Rewalking the Honeymoon Phase
Our Track Story
Last time I walked the Kepler Track I was on a honeymoon. It was not my honeymoon but our friends who asked us to join them. While it might seem strange now, traditionally centuries ago honeymooner’s bridal tours were sometimes with friends to visit those who were not able to attend the wedding. So in part, we were keeping up with that tradition. That trip was a lot of fun with the inevitable quirky moments of joining a newly married couple. I remember the huts being full, the tops being outstanding and the forests of the valley floor being just mystical.
Some 20 years have passed since I last visited the track. Before heading out again on the Kepler Track I wonder whether it’s going to be as good as I remember especially as it was the honeymoon period of my first backcountry walks; or whether my recent expeditions on other NZ Great Walks and Rides would now overshadow its grandeur. I was about to find out!
I arrive in Te Anau in mid-October after a few false starts. The spring trip is later than I would have liked with winter snowfalls coming late to the Kelper Mountains with snowdrifts still metres high. Finally, a warmer weather period arrives and the snow melts which is my invitation to visit the track just outside the hut booking season. I start at the control gates and park up beside Lake Te Anau. I decide to walk the track clockwise, partly because this is the opposite direction from the honeymoon trip (the most popular way) but also by heading up the Iris Burn would gently gain me 300 vertical metres before climbing to the tops the following day.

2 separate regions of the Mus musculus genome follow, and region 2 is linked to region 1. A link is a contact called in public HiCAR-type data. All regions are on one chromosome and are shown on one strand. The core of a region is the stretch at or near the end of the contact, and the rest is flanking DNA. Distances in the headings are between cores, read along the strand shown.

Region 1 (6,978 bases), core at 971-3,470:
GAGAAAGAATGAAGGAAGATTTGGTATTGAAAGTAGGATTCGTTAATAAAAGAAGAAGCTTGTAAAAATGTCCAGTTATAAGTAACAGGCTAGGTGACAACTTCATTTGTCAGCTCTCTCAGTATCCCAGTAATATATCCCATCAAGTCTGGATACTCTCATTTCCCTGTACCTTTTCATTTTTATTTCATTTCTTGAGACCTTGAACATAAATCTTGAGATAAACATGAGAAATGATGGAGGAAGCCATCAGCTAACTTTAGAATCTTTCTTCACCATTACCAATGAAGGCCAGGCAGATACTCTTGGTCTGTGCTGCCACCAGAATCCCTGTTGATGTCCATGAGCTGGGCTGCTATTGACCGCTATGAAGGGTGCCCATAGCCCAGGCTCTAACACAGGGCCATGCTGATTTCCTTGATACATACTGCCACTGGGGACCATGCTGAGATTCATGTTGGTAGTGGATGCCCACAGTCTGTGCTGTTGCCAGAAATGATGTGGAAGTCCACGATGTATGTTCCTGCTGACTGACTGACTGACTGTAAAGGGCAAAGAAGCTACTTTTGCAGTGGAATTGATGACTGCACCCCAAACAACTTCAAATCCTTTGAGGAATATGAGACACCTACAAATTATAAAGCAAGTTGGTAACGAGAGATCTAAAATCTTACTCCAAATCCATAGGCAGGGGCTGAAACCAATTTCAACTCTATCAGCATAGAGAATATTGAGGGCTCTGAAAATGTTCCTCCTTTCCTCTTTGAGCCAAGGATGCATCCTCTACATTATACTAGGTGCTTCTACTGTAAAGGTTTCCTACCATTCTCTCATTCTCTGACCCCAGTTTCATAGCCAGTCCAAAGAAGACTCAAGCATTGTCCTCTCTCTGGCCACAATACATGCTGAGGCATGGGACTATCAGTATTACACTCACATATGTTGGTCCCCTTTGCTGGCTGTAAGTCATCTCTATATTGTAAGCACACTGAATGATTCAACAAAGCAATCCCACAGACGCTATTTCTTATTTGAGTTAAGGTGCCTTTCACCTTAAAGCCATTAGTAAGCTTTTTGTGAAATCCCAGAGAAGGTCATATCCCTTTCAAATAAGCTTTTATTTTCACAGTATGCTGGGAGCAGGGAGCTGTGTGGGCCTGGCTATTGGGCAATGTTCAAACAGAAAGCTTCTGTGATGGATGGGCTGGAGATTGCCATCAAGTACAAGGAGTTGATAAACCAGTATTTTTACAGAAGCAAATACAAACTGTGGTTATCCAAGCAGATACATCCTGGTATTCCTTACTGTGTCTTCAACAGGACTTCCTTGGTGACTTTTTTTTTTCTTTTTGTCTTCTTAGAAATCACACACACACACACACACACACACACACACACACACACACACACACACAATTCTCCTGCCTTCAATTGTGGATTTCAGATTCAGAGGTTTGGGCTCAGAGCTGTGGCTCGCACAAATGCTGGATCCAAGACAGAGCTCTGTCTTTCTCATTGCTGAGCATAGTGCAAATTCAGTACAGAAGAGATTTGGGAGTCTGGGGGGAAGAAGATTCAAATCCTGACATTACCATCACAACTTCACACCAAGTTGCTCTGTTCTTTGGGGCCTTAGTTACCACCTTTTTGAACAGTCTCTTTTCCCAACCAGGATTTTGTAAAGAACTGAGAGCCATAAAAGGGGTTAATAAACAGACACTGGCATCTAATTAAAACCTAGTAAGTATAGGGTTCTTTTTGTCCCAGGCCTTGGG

After entering Fiordland National Park I swing south and head downstream through the beech forest on the fringes of the Waiau River. This section is often skipped by hikers who elect to get a pickup/dropoff at Rainbow Reach. That’s a shame because this stretch of track is beautiful as it follows the clear river offering chances to spot trout on the Yerex, Queen and Rainbow Reaches.
On reaching the suspension bridge at Rainbow Reach the track becomes more trodden. This is where the track leaves the river and begins to head directly to Lake Manapouri and the Iris Burn. The first point of interest I reach is the expanse of a wetland where the beech forest circles a ‘strong bog’. A strong bog you might think is best avoided, but I enter this one and take it all in. I walk out of the dark forest and onto a snaking boardwalk that leads to a viewing platform.